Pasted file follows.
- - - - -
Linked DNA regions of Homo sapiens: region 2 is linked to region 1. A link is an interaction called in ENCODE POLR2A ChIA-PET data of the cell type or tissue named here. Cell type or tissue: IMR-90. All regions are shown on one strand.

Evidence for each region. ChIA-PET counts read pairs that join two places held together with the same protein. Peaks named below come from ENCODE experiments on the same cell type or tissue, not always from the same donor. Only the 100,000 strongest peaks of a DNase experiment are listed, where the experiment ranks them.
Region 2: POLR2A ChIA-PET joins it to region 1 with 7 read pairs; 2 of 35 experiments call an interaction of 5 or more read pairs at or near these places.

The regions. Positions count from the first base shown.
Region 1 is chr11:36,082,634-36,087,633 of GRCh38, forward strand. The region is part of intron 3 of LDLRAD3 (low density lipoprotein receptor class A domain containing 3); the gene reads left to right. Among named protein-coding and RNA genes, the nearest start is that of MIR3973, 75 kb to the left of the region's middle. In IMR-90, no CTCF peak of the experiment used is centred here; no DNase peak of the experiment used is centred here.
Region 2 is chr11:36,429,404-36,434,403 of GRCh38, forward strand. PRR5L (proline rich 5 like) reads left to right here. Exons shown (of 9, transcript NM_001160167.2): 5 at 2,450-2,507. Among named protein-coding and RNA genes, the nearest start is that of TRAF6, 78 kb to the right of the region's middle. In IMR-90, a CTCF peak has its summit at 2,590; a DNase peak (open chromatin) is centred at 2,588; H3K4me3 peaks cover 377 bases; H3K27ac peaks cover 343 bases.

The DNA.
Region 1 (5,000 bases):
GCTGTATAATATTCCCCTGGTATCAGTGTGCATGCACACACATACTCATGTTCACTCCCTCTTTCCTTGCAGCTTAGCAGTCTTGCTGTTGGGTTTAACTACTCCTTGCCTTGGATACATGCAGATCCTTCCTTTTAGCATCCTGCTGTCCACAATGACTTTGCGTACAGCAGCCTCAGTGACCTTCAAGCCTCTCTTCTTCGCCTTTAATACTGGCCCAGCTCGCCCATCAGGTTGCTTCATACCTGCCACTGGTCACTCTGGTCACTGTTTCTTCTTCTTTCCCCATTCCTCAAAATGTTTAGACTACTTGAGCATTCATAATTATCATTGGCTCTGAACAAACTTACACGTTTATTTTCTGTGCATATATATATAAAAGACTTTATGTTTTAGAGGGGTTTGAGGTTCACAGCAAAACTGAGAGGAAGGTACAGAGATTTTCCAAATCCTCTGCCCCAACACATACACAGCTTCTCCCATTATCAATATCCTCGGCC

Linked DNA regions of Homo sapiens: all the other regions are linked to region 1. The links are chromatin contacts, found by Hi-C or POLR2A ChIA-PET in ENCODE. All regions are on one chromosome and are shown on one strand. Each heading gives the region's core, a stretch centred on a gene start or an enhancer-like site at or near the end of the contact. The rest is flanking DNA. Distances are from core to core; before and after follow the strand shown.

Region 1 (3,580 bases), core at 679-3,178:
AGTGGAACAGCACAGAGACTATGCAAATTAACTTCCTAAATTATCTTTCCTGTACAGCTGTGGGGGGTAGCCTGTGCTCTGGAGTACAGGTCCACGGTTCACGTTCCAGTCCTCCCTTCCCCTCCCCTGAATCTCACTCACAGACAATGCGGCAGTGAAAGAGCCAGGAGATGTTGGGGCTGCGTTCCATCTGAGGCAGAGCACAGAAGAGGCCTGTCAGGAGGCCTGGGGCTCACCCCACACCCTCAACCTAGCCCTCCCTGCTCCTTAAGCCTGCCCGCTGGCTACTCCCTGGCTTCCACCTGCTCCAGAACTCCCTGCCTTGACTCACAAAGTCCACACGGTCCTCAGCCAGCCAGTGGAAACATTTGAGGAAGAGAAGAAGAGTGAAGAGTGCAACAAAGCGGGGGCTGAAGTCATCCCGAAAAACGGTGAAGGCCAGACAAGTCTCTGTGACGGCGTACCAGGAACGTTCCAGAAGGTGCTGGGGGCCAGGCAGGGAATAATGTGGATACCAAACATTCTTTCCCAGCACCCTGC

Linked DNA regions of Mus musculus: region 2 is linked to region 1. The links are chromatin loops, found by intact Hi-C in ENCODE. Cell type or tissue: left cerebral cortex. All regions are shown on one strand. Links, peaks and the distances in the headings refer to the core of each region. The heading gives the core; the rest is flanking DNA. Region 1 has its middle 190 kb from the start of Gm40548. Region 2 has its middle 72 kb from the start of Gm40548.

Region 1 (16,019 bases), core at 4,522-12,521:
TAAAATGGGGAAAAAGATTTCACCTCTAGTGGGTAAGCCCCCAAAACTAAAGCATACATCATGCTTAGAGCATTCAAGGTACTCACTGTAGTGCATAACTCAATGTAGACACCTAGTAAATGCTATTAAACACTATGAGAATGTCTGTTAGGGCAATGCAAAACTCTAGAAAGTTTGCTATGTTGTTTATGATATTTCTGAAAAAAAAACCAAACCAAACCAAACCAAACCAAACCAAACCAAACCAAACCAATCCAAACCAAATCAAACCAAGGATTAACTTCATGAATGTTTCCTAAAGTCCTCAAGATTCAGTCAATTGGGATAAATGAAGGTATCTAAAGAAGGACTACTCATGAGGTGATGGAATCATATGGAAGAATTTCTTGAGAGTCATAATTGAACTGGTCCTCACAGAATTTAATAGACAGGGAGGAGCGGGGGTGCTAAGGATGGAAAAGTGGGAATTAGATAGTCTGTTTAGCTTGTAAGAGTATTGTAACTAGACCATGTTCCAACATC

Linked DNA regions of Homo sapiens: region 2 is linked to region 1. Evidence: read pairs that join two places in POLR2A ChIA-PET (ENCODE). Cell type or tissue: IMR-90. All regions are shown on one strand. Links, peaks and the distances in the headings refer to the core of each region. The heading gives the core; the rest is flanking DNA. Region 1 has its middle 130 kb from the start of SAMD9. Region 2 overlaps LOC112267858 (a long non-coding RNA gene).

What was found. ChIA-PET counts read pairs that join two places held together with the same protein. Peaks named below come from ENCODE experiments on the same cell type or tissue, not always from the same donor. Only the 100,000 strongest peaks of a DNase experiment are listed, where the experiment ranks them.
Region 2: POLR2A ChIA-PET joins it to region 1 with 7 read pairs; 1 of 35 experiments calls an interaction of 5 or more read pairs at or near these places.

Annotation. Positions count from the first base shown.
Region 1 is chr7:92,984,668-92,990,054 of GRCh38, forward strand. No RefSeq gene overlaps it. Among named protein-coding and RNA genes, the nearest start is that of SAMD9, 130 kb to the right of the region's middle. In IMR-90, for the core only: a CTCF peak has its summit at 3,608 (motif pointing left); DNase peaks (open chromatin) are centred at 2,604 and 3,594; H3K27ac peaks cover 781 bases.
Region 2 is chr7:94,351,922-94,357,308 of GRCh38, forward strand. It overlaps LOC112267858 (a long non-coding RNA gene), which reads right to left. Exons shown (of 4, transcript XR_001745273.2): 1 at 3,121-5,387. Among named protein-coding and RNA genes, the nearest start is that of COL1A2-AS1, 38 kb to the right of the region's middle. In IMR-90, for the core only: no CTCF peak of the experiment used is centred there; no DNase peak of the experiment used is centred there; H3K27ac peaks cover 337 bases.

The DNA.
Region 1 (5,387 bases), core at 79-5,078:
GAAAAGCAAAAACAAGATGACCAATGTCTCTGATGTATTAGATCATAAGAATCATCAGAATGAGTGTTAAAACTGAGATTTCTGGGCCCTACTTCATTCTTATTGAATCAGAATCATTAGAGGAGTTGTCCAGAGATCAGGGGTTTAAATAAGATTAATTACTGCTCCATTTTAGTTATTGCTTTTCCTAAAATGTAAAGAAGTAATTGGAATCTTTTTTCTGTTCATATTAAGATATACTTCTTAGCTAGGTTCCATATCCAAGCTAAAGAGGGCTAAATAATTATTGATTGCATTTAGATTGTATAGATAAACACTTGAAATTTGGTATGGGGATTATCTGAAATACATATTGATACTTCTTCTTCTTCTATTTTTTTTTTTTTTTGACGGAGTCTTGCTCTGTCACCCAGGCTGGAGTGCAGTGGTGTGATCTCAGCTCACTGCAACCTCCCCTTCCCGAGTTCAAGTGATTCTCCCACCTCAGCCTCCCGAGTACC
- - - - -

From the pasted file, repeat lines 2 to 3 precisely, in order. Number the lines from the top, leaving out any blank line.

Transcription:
Evidence for each region. ChIA-PET counts read pairs that join two places held together with the same protein. Peaks named below come from ENCODE experiments on the same cell type or tissue, not always from the same donor. Only the 100,000 strongest peaks of a DNase experiment are listed, where the experiment ranks them.
Region 2: POLR2A ChIA-PET joins it to region 1 with 7 read pairs; 2 of 35 experiments call an interaction of 5 or more read pairs at or near these places.